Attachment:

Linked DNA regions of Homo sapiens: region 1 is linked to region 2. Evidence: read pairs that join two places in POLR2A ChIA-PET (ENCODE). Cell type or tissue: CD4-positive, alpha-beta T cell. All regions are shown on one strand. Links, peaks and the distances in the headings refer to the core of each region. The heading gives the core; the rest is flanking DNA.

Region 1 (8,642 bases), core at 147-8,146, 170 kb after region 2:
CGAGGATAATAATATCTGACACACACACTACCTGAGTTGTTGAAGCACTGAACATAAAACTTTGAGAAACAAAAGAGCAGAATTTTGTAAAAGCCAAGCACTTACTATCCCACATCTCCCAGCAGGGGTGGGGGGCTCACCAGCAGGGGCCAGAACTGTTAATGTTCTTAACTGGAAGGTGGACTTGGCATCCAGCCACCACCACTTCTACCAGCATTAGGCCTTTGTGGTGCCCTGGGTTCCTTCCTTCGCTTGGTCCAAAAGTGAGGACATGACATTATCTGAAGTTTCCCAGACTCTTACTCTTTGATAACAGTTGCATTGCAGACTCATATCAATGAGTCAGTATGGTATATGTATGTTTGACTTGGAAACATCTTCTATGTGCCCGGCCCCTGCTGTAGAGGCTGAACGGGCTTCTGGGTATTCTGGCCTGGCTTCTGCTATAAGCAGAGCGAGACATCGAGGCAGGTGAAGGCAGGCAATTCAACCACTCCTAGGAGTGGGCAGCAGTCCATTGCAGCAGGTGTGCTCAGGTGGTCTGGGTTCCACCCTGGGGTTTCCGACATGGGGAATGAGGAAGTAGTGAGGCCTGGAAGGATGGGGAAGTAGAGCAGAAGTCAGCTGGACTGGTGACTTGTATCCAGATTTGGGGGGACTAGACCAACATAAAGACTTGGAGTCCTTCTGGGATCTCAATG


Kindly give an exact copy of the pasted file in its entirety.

Linked DNA regions of Homo sapiens: region 1 is linked to region 2. Evidence: read pairs that join two places in POLR2A ChIA-PET (ENCODE). Cell type or tissue: CD4-positive, alpha-beta T cell. All regions are shown on one strand. Links, peaks and the distances in the headings refer to the core of each region. The heading gives the core; the rest is flanking DNA.

Region 1 (8,642 bases), core at 147-8,146, 170 kb after region 2:
CGAGGATAATAATATCTGACACACACACTACCTGAGTTGTTGAAGCACTGAACATAAAACTTTGAGAAACAAAAGAGCAGAATTTTGTAAAAGCCAAGCACTTACTATCCCACATCTCCCAGCAGGGGTGGGGGGCTCACCAGCAGGGGCCAGAACTGTTAATGTTCTTAACTGGAAGGTGGACTTGGCATCCAGCCACCACCACTTCTACCAGCATTAGGCCTTTGTGGTGCCCTGGGTTCCTTCCTTCGCTTGGTCCAAAAGTGAGGACATGACATTATCTGAAGTTTCCCAGACTCTTACTCTTTGATAACAGTTGCATTGCAGACTCATATCAATGAGTCAGTATGGTATATGTATGTTTGACTTGGAAACATCTTCTATGTGCCCGGCCCCTGCTGTAGAGGCTGAACGGGCTTCTGGGTATTCTGGCCTGGCTTCTGCTATAAGCAGAGCGAGACATCGAGGCAGGTGAAGGCAGGCAATTCAACCACTCCTAGGAGTGGGCAGCAGTCCATTGCAGCAGGTGTGCTCAGGTGGTCTGGGTTCCACCCTGGGGTTTCCGACATGGGGAATGAGGAAGTAGTGAGGCCTGGAAGGATGGGGAAGTAGAGCAGAAGTCAGCTGGACTGGTGACTTGTATCCAGATTTGGGGGGACTAGACCAACATAAAGACTTGGAGTCCTTCTGGGATCTCAATG